Sierra View Library, 4001 South Virginia Street, Reno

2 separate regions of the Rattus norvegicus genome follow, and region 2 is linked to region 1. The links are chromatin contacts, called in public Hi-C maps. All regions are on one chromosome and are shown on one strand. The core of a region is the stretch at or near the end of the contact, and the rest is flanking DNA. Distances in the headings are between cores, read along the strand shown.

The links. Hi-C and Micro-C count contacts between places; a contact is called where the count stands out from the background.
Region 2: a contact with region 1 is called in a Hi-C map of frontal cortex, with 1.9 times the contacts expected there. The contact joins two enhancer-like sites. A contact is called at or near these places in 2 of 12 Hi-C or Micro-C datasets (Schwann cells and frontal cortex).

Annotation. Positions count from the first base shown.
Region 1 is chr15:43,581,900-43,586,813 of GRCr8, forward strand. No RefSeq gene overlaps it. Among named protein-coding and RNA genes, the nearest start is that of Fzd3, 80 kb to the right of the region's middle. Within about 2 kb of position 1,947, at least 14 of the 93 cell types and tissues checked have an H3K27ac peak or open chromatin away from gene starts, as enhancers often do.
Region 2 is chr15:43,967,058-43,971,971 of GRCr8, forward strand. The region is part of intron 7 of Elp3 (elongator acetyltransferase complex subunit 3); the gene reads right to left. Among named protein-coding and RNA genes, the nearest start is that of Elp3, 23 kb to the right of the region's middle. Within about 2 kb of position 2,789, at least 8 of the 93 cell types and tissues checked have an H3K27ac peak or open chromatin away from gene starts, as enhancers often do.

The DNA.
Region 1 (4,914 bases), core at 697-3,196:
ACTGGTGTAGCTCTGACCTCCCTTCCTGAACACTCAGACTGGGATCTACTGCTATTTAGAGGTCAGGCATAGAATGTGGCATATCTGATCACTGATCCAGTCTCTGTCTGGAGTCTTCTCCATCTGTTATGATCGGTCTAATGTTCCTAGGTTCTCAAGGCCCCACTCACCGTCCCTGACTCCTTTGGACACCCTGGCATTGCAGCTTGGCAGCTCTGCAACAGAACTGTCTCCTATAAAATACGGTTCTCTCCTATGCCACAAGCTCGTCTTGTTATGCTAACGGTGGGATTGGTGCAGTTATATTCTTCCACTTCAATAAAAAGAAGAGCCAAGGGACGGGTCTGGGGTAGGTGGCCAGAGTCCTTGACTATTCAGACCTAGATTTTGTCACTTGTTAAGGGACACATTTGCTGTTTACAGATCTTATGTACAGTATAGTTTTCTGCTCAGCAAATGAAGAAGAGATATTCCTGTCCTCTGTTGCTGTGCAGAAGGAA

Edan Strekal Project Archivist, Special Collections, University of Nevada, Reno, presents “Reno Chinatown.” Reno, Nevada, like other mining and railroad towns in the American West, had a Chinatown that originated with the completion of the Transcontinental Railroad. The Sacramento-to-Reno section of the Central Pacific Railroad was completed in May 1868 and the first train traveled the route on June 18, 1868. Once the work was completed, displaced Chinese laborers were paid off and left along the tracks. Almost immediately, the Chinese in the Truckee Meadows built a bare-wood shantytown along the Truckee River out of any available materials. Thus, on First Street between Virginia and Center streets, Chinatown was born. Reno’s Chinese population existed along the periphery of the larger white community for nearly 40 years. Chinatown burned down and was relocated several times. The last remnants of Reno’s Chinatown on Lake Street disappeared with the demolition of Bill Fong’s New China Club to make way for Harrah’s parking structure expansion. The only indication of Northern Nevada’s Chinese past is Nevada Historical Marker No. 29 located in Sparks. The plaque, dedicated in 1964, celebrates Nevada’s centennial and salutes the contributions of “Chinese pioneers” in the state.